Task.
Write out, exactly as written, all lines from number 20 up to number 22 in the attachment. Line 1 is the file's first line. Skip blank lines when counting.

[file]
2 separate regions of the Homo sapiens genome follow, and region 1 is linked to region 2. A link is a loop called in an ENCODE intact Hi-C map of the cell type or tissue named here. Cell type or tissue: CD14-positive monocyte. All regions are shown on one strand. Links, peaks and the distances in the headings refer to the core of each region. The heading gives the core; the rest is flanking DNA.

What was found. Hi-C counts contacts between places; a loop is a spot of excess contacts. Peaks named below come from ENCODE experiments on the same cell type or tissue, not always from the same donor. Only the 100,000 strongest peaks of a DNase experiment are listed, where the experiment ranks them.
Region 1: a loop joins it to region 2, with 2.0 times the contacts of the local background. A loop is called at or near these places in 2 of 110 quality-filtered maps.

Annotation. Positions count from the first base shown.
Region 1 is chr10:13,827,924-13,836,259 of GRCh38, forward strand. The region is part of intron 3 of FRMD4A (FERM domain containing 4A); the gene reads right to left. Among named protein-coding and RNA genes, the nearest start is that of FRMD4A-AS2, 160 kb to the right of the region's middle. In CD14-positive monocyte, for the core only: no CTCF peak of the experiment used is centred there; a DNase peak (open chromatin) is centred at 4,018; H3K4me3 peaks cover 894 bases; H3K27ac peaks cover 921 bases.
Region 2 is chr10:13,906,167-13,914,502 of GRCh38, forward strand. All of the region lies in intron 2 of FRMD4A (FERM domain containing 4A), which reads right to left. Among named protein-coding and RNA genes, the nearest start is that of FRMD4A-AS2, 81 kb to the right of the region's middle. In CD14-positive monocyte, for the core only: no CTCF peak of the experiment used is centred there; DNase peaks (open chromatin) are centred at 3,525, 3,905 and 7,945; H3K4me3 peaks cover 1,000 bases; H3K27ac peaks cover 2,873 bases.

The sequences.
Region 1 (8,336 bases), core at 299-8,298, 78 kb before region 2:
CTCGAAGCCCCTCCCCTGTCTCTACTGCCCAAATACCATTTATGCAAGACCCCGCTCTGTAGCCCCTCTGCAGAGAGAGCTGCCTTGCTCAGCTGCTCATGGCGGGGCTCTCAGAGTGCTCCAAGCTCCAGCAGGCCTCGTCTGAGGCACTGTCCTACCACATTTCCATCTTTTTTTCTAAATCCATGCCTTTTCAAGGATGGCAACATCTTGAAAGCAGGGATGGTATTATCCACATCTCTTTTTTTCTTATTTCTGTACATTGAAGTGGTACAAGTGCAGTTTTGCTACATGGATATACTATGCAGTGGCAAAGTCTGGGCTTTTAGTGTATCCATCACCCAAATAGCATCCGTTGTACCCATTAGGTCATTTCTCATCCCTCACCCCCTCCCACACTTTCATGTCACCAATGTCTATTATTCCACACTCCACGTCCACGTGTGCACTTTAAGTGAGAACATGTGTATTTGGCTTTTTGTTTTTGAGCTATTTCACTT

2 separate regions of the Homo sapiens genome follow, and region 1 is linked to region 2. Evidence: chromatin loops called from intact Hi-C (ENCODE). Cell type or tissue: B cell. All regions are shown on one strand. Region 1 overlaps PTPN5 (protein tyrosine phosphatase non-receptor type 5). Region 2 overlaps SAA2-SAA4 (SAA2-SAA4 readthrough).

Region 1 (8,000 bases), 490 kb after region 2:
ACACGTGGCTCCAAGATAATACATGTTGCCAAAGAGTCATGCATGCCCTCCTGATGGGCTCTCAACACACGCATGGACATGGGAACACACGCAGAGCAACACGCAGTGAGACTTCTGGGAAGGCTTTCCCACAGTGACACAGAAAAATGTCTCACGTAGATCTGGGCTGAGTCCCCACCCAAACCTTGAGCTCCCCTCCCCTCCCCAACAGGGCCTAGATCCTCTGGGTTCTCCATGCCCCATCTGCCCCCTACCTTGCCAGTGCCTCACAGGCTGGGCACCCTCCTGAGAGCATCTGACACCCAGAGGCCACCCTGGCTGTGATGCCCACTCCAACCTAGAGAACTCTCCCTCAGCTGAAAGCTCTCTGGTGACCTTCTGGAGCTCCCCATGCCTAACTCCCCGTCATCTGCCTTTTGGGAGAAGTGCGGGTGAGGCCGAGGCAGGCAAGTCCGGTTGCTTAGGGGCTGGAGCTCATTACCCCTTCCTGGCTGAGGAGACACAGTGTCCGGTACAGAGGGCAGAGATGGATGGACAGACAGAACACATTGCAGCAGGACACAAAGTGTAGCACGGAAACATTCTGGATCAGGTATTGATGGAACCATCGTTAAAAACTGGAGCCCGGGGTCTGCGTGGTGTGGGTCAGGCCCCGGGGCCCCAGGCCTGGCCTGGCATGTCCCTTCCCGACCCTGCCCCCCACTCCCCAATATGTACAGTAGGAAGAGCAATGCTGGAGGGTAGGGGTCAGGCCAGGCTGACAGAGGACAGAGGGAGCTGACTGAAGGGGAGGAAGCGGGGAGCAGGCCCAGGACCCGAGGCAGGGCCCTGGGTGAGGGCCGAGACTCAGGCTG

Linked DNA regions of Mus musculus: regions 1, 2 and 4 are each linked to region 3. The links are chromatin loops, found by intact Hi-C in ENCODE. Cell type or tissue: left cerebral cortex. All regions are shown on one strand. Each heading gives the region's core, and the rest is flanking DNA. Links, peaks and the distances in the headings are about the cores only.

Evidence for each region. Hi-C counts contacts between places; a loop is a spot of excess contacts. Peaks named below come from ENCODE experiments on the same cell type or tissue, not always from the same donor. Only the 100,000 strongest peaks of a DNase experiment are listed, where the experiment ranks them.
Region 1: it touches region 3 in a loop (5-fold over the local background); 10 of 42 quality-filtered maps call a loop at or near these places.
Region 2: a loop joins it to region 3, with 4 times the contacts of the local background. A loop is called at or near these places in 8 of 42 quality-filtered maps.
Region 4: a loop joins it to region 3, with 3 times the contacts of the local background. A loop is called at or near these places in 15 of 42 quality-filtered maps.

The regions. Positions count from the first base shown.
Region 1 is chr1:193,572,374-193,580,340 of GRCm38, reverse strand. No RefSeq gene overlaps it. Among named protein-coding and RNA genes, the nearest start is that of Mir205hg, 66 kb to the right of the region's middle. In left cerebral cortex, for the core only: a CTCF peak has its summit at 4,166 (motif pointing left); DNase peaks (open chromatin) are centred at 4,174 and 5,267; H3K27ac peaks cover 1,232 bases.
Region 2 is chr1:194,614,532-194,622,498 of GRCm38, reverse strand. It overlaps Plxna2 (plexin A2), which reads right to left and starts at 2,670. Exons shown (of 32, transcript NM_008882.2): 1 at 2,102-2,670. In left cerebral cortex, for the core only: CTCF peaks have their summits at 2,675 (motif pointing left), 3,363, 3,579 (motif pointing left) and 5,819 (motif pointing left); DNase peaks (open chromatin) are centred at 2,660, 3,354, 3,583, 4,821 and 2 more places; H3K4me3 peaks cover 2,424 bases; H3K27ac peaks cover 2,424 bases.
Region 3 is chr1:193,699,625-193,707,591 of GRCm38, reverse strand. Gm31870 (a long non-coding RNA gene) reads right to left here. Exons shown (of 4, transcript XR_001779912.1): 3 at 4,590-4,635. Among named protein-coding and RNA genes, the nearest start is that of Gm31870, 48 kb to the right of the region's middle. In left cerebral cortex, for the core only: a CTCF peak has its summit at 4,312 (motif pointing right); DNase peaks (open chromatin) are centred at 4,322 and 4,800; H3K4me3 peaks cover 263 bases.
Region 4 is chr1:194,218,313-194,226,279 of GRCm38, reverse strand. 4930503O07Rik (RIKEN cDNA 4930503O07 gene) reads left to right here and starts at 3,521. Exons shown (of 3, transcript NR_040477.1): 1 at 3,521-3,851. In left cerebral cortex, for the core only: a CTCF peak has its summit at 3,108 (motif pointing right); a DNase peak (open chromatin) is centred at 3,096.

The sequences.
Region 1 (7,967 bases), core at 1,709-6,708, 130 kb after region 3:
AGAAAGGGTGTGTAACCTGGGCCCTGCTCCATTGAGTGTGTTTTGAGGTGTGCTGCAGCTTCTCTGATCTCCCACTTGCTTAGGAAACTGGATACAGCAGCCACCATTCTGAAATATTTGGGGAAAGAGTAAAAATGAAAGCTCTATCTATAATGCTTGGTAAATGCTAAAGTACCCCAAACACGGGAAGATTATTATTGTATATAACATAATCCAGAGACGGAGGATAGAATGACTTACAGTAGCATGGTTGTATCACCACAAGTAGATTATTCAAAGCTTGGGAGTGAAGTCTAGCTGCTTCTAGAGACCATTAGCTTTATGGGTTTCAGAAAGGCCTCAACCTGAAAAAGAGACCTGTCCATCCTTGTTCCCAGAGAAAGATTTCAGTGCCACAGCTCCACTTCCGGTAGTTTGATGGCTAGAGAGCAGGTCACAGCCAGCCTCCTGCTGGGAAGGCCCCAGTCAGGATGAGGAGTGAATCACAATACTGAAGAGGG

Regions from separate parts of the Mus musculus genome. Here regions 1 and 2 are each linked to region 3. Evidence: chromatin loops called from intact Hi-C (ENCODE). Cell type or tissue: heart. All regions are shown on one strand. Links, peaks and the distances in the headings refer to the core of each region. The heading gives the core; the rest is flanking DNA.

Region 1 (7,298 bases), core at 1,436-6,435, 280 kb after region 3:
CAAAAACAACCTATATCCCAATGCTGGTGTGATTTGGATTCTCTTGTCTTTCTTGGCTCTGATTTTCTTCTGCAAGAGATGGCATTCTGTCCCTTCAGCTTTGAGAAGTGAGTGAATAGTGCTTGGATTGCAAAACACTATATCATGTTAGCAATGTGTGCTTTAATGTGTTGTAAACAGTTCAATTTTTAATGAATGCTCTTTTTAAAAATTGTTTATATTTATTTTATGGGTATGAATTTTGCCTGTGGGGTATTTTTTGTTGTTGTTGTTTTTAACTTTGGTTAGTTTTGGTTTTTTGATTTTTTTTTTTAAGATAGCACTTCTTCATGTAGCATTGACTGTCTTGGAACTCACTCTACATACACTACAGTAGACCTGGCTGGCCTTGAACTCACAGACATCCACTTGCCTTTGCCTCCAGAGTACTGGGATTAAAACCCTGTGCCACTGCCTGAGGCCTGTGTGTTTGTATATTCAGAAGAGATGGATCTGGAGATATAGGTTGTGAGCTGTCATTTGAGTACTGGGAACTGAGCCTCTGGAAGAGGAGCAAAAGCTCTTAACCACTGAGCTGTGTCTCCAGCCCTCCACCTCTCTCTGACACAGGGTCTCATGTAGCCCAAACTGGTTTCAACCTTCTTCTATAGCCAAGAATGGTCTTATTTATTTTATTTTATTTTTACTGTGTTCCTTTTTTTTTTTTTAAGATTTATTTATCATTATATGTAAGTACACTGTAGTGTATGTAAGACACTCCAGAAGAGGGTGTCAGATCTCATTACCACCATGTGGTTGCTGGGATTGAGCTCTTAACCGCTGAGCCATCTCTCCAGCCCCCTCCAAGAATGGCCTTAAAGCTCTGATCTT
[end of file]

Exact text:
Region 2 is chr1:194,614,532-194,622,498 of GRCm38, reverse strand. It overlaps Plxna2 (plexin A2), which reads right to left and starts at 2,670. Exons shown (of 32, transcript NM_008882.2): 1 at 2,102-2,670. In left cerebral cortex, for the core only: CTCF peaks have their summits at 2,675 (motif pointing left), 3,363, 3,579 (motif pointing left) and 5,819 (motif pointing left); DNase peaks (open chromatin) are centred at 2,660, 3,354, 3,583, 4,821 and 2 more places; H3K4me3 peaks cover 2,424 bases; H3K27ac peaks cover 2,424 bases.
Region 3 is chr1:193,699,625-193,707,591 of GRCm38, reverse strand. Gm31870 (a long non-coding RNA gene) reads right to left here. Exons shown (of 4, transcript XR_001779912.1): 3 at 4,590-4,635. Among named protein-coding and RNA genes, the nearest start is that of Gm31870, 48 kb to the right of the region's middle. In left cerebral cortex, for the core only: a CTCF peak has its summit at 4,312 (motif pointing right); DNase peaks (open chromatin) are centred at 4,322 and 4,800; H3K4me3 peaks cover 263 bases.
Region 4 is chr1:194,218,313-194,226,279 of GRCm38, reverse strand. 4930503O07Rik (RIKEN cDNA 4930503O07 gene) reads left to right here and starts at 3,521. Exons shown (of 3, transcript NR_040477.1): 1 at 3,521-3,851. In left cerebral cortex, for the core only: a CTCF peak has its summit at 3,108 (motif pointing right); a DNase peak (open chromatin) is centred at 3,096.